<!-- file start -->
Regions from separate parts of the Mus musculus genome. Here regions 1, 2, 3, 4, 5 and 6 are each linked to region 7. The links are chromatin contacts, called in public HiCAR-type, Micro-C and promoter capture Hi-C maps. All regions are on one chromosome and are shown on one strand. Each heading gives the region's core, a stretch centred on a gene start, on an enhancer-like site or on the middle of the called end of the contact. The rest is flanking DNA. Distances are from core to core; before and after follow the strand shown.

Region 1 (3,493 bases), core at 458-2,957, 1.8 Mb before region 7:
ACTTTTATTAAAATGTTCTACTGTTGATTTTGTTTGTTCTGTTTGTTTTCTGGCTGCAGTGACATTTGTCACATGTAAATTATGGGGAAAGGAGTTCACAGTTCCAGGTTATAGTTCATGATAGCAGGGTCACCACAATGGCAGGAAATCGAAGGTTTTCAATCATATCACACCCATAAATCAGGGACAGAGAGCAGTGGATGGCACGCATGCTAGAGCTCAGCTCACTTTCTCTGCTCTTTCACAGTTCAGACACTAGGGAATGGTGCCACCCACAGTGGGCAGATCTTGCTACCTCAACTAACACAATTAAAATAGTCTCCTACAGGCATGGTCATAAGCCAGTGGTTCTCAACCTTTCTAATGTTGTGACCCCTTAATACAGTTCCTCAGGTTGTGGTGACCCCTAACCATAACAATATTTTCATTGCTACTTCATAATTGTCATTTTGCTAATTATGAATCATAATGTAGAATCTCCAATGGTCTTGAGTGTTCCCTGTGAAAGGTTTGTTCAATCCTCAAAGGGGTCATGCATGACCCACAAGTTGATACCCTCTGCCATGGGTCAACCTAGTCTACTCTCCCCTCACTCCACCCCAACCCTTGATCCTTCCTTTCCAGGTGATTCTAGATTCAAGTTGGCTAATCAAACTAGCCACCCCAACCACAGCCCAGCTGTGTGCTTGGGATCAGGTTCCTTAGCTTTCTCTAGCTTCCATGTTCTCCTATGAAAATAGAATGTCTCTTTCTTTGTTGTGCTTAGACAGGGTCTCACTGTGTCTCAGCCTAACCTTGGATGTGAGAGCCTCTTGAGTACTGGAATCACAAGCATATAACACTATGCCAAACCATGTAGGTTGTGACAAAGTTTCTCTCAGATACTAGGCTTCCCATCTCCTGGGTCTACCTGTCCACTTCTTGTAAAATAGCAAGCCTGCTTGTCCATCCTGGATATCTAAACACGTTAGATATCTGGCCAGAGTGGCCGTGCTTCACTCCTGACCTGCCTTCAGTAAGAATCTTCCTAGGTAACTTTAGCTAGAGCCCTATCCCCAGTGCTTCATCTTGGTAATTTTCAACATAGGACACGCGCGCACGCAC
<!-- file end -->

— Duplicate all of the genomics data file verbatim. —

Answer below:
Regions from separate parts of the Mus musculus genome. Here regions 1, 2, 3, 4, 5 and 6 are each linked to region 7. The links are chromatin contacts, called in public HiCAR-type, Micro-C and promoter capture Hi-C maps. All regions are on one chromosome and are shown on one strand. Each heading gives the region's core, a stretch centred on a gene start, on an enhancer-like site or on the middle of the called end of the contact. The rest is flanking DNA. Distances are from core to core; before and after follow the strand shown.

Region 1 (3,493 bases), core at 458-2,957, 1.8 Mb before region 7:
ACTTTTATTAAAATGTTCTACTGTTGATTTTGTTTGTTCTGTTTGTTTTCTGGCTGCAGTGACATTTGTCACATGTAAATTATGGGGAAAGGAGTTCACAGTTCCAGGTTATAGTTCATGATAGCAGGGTCACCACAATGGCAGGAAATCGAAGGTTTTCAATCATATCACACCCATAAATCAGGGACAGAGAGCAGTGGATGGCACGCATGCTAGAGCTCAGCTCACTTTCTCTGCTCTTTCACAGTTCAGACACTAGGGAATGGTGCCACCCACAGTGGGCAGATCTTGCTACCTCAACTAACACAATTAAAATAGTCTCCTACAGGCATGGTCATAAGCCAGTGGTTCTCAACCTTTCTAATGTTGTGACCCCTTAATACAGTTCCTCAGGTTGTGGTGACCCCTAACCATAACAATATTTTCATTGCTACTTCATAATTGTCATTTTGCTAATTATGAATCATAATGTAGAATCTCCAATGGTCTTGAGTGTTCCCTGTGAAAGGTTTGTTCAATCCTCAAAGGGGTCATGCATGACCCACAAGTTGATACCCTCTGCCATGGGTCAACCTAGTCTACTCTCCCCTCACTCCACCCCAACCCTTGATCCTTCCTTTCCAGGTGATTCTAGATTCAAGTTGGCTAATCAAACTAGCCACCCCAACCACAGCCCAGCTGTGTGCTTGGGATCAGGTTCCTTAGCTTTCTCTAGCTTCCATGTTCTCCTATGAAAATAGAATGTCTCTTTCTTTGTTGTGCTTAGACAGGGTCTCACTGTGTCTCAGCCTAACCTTGGATGTGAGAGCCTCTTGAGTACTGGAATCACAAGCATATAACACTATGCCAAACCATGTAGGTTGTGACAAAGTTTCTCTCAGATACTAGGCTTCCCATCTCCTGGGTCTACCTGTCCACTTCTTGTAAAATAGCAAGCCTGCTTGTCCATCCTGGATATCTAAACACGTTAGATATCTGGCCAGAGTGGCCGTGCTTCACTCCTGACCTGCCTTCAGTAAGAATCTTCCTAGGTAACTTTAGCTAGAGCCCTATCCCCAGTGCTTCATCTTGGTAATTTTCAACATAGGACACGCGCGCACGCAC